I am going to do a few pieces on libertarian versus conservative thought. This is not a bonafide series, but I do want to cover some of the key issues that separate conservatives and libertarians philosophically, and explain why I embrace the libertarian viewpoint over the conservative one. One of these issues I run into the most is the idea of separation of church and state.
Most conservative thinkers agree that government should stay out of religion, but are often less concerned about the other way around. You Constitutionalists out there will likely point out that the term “separation of church and state” is not in the constitution, but in a letter between Jefferson and the Danbury Baptist Association. Indeed, a true separation is not possible, not if you include all belief systems in the umbrella of “church”, which I think was the intent. It is impossible because being without religion is, in effect, its own belief system with its own standards of conduct. All people on earth operate with some sort of belief/thought/moral system, so it cannot be removed. Furthermore, removal of the right to have certain beliefs or practice certain beliefs simply because one is an elected official is a violation of the First Amendment, and more importantly, the individual rights of persons in government.
That said, I maintain that it is important to keep religion out of actual laws and governing. The central reasoning for this? Separation of Powers. There are 4 kinds of power in the world: Physical, Wealth, Influence, and Authority. These types of power on their own can be misused, power in general implies control, especially control of others. On their own they can be bad news in the wrong hands, combined, they can be devastating. If you subscribe, as I do, to the adage that power corrupts and absolute power corrupts absolutely, then you understand the need for keeping these kinds of power separate from each other.
Physical power can be used to manipulate through intimidation, but there is always a bigger club, and modern society does not bow to direct physical threats the same way. We may be a fearful society, hence the effectiveness of terrorism, but we do not choose our leaders based on who is the best warrior like we did in primitive times.
Wealth has great power, and when combined with authority you get the sort of corporatist system we currently have, hence part of my reasoning that will be covered in another post on separation of business and state. The extreme result of such a combination is essentially Fascism, and that is not a place we want to go.
Influence is the one that falls on the shoulders of the Church and other religions. People follow their religious leaders in many things, as long as something can be sufficiently portrayed as “right” according to one’s beliefs, then people can be convinced to do it. The things people have done in the name of their god are everything from great to evil, but they were all motivated by their beliefs, and in many cases influeced by the religious leaders they followed.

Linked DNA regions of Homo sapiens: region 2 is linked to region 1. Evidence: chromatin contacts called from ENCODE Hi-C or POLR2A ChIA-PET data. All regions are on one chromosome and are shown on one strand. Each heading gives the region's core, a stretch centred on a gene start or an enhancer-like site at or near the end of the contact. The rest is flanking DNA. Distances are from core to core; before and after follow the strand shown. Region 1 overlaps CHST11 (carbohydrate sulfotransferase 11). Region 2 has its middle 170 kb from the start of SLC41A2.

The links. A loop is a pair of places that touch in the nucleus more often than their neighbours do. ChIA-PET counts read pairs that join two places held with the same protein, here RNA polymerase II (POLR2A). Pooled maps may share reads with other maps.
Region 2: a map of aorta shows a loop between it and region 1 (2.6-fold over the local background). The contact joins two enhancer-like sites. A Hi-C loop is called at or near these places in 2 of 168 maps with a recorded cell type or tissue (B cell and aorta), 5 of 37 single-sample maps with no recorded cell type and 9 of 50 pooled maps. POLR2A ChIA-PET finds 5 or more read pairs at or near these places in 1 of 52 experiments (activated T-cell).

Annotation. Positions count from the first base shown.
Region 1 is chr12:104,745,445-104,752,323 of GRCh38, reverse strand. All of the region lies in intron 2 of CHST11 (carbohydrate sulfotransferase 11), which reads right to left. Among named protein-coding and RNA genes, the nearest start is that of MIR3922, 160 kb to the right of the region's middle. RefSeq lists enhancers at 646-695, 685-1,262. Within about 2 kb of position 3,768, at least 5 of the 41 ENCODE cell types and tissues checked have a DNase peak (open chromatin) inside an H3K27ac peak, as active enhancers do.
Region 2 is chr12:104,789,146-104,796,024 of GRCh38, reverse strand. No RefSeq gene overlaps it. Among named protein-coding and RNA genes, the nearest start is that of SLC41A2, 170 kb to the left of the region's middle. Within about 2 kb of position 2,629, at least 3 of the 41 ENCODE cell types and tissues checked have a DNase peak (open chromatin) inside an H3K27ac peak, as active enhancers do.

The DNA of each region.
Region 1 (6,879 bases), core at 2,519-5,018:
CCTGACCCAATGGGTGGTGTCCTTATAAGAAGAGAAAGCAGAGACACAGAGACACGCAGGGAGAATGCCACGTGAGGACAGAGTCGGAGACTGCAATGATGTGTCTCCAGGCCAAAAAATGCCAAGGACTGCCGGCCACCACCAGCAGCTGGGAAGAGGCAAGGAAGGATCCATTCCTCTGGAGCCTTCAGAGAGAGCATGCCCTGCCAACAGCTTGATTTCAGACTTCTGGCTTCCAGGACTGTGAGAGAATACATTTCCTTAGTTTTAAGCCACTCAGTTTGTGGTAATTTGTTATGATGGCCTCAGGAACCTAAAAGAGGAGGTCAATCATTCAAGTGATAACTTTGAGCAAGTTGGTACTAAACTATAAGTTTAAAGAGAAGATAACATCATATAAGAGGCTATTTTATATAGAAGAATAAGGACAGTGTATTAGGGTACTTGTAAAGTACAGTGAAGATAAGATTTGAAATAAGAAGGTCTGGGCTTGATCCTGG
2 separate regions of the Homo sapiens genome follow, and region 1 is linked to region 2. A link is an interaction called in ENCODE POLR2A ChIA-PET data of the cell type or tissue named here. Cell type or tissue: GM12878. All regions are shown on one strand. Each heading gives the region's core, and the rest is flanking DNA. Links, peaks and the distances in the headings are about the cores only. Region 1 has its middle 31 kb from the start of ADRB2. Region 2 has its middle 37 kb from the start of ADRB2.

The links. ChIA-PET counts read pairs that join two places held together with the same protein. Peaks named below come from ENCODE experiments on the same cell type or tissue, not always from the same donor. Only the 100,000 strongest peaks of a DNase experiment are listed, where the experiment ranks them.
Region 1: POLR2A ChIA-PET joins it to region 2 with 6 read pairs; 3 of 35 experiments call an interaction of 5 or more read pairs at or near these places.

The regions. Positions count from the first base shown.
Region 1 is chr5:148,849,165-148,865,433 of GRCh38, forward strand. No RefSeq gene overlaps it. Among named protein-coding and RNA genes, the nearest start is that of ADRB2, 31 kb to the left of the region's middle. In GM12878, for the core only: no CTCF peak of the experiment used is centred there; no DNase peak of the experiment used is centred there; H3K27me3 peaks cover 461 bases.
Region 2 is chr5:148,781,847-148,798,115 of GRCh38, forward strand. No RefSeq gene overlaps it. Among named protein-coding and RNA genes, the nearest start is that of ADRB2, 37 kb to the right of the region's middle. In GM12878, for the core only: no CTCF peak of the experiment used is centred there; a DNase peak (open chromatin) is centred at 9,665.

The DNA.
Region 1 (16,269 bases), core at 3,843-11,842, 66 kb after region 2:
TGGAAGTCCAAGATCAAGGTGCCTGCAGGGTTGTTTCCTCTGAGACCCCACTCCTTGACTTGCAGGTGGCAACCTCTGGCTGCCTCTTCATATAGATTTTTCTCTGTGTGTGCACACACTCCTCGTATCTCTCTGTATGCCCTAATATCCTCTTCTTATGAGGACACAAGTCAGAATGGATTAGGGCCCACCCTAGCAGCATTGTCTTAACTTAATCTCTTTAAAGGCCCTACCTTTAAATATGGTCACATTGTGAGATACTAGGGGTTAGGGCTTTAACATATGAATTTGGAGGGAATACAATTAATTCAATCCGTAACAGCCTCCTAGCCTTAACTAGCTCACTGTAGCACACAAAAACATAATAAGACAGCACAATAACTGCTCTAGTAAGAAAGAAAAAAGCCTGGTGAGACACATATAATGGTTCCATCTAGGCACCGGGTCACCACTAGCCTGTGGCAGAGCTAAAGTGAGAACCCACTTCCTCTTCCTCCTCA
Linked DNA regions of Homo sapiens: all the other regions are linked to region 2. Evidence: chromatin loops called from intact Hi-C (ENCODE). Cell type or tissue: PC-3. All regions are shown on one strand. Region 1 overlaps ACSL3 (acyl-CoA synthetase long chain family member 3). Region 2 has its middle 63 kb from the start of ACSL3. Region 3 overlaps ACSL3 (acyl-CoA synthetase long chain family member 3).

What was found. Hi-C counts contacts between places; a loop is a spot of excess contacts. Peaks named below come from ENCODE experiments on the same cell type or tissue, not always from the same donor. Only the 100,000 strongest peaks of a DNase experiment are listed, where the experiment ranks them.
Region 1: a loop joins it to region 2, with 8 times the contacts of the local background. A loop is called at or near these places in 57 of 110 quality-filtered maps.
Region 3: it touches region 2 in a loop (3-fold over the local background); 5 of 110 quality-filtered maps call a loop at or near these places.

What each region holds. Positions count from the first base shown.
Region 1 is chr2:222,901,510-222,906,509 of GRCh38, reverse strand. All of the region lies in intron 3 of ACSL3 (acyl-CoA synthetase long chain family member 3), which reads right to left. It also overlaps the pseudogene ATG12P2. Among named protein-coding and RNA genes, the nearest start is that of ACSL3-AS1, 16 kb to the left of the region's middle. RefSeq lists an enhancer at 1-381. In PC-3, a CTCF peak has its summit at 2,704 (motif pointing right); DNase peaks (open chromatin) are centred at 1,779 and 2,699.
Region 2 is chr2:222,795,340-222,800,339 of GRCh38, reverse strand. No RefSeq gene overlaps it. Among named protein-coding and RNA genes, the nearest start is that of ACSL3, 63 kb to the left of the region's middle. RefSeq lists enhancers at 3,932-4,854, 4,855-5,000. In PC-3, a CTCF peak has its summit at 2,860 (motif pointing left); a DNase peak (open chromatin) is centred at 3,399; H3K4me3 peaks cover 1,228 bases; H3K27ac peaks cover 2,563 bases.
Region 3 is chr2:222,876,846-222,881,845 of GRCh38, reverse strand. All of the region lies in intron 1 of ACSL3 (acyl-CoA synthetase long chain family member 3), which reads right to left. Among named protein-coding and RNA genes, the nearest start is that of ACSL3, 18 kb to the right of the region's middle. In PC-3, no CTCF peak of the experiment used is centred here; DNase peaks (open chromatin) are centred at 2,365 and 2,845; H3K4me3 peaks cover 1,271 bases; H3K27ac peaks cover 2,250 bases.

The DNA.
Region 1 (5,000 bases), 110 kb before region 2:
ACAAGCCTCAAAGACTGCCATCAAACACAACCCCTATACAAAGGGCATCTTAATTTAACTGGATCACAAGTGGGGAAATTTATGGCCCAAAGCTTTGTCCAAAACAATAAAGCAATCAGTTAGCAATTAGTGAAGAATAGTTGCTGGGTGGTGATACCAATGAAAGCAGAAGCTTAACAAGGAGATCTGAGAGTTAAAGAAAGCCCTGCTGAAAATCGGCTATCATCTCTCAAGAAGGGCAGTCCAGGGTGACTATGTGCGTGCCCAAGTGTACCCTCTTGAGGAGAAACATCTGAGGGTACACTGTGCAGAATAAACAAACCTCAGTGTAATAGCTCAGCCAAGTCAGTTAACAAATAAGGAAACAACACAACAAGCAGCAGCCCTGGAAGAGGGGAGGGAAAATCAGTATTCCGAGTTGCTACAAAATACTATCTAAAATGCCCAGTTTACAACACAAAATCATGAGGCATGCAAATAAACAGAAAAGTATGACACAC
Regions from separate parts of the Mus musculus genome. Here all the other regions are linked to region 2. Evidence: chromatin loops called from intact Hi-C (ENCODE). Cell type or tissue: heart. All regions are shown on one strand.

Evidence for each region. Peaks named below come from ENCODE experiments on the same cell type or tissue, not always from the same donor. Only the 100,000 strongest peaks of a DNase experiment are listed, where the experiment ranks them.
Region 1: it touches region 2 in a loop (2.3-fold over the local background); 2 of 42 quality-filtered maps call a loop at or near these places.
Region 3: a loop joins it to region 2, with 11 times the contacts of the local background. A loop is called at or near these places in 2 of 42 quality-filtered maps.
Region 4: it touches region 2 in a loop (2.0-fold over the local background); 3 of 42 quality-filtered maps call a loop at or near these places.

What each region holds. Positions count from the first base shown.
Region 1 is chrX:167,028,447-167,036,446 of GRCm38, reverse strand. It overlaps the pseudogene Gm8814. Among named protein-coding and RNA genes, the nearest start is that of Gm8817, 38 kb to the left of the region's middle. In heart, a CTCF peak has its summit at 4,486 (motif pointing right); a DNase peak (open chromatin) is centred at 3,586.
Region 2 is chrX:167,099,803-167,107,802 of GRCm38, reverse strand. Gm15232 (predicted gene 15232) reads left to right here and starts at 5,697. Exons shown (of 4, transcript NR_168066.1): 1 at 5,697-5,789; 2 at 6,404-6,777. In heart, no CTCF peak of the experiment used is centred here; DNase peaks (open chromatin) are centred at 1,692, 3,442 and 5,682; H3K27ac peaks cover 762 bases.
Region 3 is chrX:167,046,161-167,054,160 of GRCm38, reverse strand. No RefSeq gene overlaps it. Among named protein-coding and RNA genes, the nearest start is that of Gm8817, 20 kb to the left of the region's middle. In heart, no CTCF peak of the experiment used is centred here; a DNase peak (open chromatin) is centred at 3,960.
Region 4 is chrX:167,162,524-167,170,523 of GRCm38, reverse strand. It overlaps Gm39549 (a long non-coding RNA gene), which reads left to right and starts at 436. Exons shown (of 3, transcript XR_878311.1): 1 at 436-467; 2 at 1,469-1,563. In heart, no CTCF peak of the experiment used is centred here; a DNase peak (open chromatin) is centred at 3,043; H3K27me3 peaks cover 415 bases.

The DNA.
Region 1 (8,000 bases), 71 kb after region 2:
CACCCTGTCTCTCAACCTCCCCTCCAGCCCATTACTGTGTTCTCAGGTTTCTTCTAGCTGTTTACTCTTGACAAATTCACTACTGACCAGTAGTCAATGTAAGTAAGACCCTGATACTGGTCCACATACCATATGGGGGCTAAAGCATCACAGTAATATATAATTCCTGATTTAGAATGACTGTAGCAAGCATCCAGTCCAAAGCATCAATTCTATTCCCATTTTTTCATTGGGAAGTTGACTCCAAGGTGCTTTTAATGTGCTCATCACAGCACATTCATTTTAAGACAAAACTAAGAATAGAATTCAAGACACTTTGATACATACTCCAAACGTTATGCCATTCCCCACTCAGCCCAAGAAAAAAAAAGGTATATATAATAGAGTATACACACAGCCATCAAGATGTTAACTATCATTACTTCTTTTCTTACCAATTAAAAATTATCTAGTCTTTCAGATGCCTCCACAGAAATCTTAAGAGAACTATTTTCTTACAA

Authority is the power type that the government has. Basically, this authority ends up getting used to stockpile wealth and physical power in the hands of the government through taxation and the military. If business is separate, then they do not have all of the wealth, but they still have a lot to work with. If they combine with religion in a theocracy, then you have total power.
Theocracy has always lead to atrocities in history. The people who are corrupted by power realize the combined power of influence and authority allows them to get people to do anything. The Crusades, the Inquisition, Manifest Destiny, modern Islamic terrorism, and a host of other horrible things in history are all examples of what happens when Church and State combine. If you notice, not only did the state use the church to increase its power, but the church itself in all of those cases was also corrupted. Terrorism is not in line with Islamic beliefs. The Crusades and the Inquisition are not in line with Christian philosophy. Yet these things happened in the name of their respective religions.
It is essential to both the concepts of freedom/a government that is under control AND to the purity of faith that the separation of power be maintained. I ask that people keep their religion out of the law to protect their faith itself from the corruption that will certainly follow. I also point out that, even within most faiths all do not agree on every standard. Should we have laws that require a dress code for every person? Even a strictly christian moral person should be able to recognize that such a thing is largely personal choice. What would the standards be? No tight clothing? What about scuba divers? No shorts or short skirts? Who defines shorts? What about hair length? Makeup? Jewelry? You see, even with something so minor there are as many opinions as there are people. Such a thing cannot be made law.
Concepts of private property and individual freedom may be supported in many religions. Most conservatives point out that Judeo-Christian values support those things. I agree, but that does not mean that all Judeo-Christian values support freedom. Some things are matters of the heart and of faith. They are matters of influence. We can influence those around us without using authority to force people to abide by our standards. Laws that support freedom will include making theft and murder illegal, but they may not include keeping the Sabbath day holy. God’s laws are not man’s laws, nor should they be. One can be a conservative without having to force others to live as a conservative through force of law. And that is the difference, and why I choose the libertarian stance on church and state rather than the conservative or strictly constitutional one.